Sean Bryan Authors Article on the Access Rules under the Corporate Transparency Act

Sean Bryan’s article, “Final Rule on Access to Beneficial Ownership Information under the Corporate Transparency Act”—addresses the circumstances under which beneficial ownership information (BOI) may be disclosed to authorized BOI recipients.

The Financial Crimes Enforcement Network of the U.S. Department of the Treasury (“FinCEN”) in December 2023 finalized its initial rules regarding access (“Access Rules”) to beneficial ownership information (“BOI”) required to be reported under the Corporate Transparency Act (“CTA”) beginning January 1, 2024.  The proposed Access Rules received only one-third of the number of comments as the rules regarding actual reporting of BOI. 

The Access Rules govern how federal, state, local, tribal and foreign government agencies, together with financial institutions (Access Rules summary) may access BOI, including restrictions on the purposes for which access is granted and requirements how the confidentiality of BOI is to be retained.  Each requesting agency is required to first enter into a memorandum of understanding with FinCEN regarding these matters.  Generally, FinCEN adopted the Access Rules as proposed with minor changes, with the effect of broadening the purposes for which financial institutions may use BOI and streamlining the requirements for non-Federal agencies to access BOI. 

Several of the more significant changes adopted are: 

·         The final Access Rules clarify the purposes for disclosure of BOI by changing the non-exclusive “includes” to a finite “means” in a number of provisions, thus removing the open-endedness of the specified purposes and discouraging agencies from expanding such purposes beyond those expressly stated in the final Access Rules. 

·         The final Access Rules add language expressly prohibiting recipients from further disclosing BOI received by them from FinCEN except as permitted by the Access Rules.  A new permissive disclosure is to another agency for purposes of making a referral for possible prosecution by that agency or for use in litigation related to the purpose for which the BOI was first requested.

·         The proposed Access Rules required that a copy of a court order be included with a request for BOI, but the final Access Rules only require a certification that a court has authorized the agency to obtain the BOI. 

·         The final Access Rules require that requests for BOI by foreign agencies will require concurrence with the Secretary of State and consultation with the U.S. Attorney General, or other agencies as FinCEN deems necessary.  This change acknowledges that considerations outside FinCEN’s niche may impact the decision whether to send BOI outside the United States.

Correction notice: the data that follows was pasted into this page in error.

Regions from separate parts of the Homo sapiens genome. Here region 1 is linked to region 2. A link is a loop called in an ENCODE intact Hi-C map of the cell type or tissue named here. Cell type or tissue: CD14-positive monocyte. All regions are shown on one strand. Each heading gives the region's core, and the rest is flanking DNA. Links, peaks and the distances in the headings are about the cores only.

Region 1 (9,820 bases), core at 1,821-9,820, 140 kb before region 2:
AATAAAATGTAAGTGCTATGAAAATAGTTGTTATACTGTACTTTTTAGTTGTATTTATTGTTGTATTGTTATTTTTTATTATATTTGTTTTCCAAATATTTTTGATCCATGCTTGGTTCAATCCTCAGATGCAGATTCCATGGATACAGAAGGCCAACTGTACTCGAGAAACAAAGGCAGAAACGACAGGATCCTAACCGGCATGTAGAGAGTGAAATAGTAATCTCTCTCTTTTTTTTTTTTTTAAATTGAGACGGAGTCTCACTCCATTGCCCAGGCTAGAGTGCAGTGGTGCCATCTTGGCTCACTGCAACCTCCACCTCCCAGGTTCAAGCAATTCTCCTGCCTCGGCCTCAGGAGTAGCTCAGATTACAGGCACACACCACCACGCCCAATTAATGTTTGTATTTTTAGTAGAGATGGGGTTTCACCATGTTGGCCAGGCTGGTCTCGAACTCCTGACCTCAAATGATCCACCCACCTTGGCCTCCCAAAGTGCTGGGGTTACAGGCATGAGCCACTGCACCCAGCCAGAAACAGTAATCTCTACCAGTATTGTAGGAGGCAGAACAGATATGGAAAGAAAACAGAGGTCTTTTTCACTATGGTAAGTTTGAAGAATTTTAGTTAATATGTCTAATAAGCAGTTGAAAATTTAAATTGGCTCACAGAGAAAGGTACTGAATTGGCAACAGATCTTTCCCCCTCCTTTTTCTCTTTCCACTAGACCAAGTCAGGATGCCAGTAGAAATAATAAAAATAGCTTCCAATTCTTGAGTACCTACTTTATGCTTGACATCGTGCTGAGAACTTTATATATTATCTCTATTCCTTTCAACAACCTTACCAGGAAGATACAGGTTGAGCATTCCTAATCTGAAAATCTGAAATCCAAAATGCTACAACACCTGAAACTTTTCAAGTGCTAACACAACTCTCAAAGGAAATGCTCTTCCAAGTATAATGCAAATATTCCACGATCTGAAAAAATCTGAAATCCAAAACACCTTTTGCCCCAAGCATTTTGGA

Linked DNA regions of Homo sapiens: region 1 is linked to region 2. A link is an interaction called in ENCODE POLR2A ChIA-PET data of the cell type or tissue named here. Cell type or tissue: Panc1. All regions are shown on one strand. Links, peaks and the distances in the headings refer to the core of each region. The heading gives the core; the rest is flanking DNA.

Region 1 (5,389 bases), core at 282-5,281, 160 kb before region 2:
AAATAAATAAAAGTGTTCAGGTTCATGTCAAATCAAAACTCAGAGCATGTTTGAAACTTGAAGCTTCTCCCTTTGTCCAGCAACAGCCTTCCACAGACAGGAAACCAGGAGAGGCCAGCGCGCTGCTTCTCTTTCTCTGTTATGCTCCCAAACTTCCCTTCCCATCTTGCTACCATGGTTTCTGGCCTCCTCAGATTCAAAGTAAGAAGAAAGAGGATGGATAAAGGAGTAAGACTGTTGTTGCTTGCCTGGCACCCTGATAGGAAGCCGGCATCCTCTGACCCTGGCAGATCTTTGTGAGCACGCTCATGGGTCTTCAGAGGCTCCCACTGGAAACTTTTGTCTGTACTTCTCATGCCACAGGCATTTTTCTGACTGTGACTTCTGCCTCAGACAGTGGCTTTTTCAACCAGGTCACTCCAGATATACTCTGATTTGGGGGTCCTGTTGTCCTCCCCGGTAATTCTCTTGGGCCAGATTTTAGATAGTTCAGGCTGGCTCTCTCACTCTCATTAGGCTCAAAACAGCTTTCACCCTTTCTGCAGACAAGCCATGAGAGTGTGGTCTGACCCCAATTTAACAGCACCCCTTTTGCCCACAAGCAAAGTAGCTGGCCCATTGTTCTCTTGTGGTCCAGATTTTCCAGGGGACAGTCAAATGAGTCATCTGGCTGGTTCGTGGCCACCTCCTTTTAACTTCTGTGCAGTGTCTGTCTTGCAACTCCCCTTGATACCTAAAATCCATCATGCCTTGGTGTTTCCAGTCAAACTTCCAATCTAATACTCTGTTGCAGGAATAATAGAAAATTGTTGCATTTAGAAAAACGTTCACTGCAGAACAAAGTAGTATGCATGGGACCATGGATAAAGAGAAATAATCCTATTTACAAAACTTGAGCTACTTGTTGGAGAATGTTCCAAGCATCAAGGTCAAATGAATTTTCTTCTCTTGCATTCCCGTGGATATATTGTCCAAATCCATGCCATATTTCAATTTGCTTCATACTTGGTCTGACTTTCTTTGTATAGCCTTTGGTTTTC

·         Other limitations on circulating BOI to permitted recipients with a presence outside the United States were removed, based on the international presence of some agencies and financial institutions, but BOI is prohibited from being physically located in China, Russia, or a jurisdiction that sponsors terrorism (as determined by the U.S. Department of State) or that is subject to U.S. economic sanctions. 

In the preamble to the final Access Rules, FinCEN stated that because of the newness of the process it will phase-in access to BOI over an unspecified period of time, starting with “key Federal agency users”, followed by the U.S. Treasury Department and Federal law enforcement agencies, then other Federal agencies engaged in intelligence activities, non-Federal government agencies, non-U.S. requests, and finally financial institutions.  The preamble to the final Access Rules discusses the requirement that all agencies enter into a Memorandum of Understanding with FinCEN prior to receiving access to BOI, but the discussion provides no insight whether any such MOUs have been entered into or whether the form of such MOUs have been prepared, thus further muddying the timeline in which BOI may be accessed.

Commenters discussed the sensitivity and confidentiality of BOI, but FinCEN declined to consider BOI as subject to the same limitations as Federal tax returns, as being required by different statutes.

FinCEN received a number of comments to the proposed Access Rules regarding use of BOI by financial institutions.  

·         It noted that financial institutions are not obligated to obtain BOI from FinCEN and are not required to compare BOI information received directly from customers, nor disclose any discrepancies to FinCEN. 

·         BOI is not to be used by financial institutions for client development, in assessing whether to extend credit or in making other credit decisions that are unrelated to AML or national security purposes. 

·         FINCEN reiterates that a financial institution must obtain the prior consent of a client before requesting BOI of that client, but that there is no particular method for obtaining consent (and thus no safe harbor for the institution) and that one consent before the initial request for BOI is sufficient for subsequent requests for BOI by that financial institution.  FinCEN continues to consider comments regarding an obligation to update disclosures if and when BOI is modified by any applicable reporting company.

FinCEN stated that it does not intend to review each individual request for BOI, but will rely on the certifications and the process it puts in place for such disclosure.  Nonetheless, FinCEN reiterated that it has final authority to determine whether or not to disclose BOI.

FinCEN remains obligated by the CTA to modify its 2016 Customer Due Diligence Rule by the end of 2025 and has reserved several issues raised by commenters for consideration during that process. The final Access Rule can be accessed here: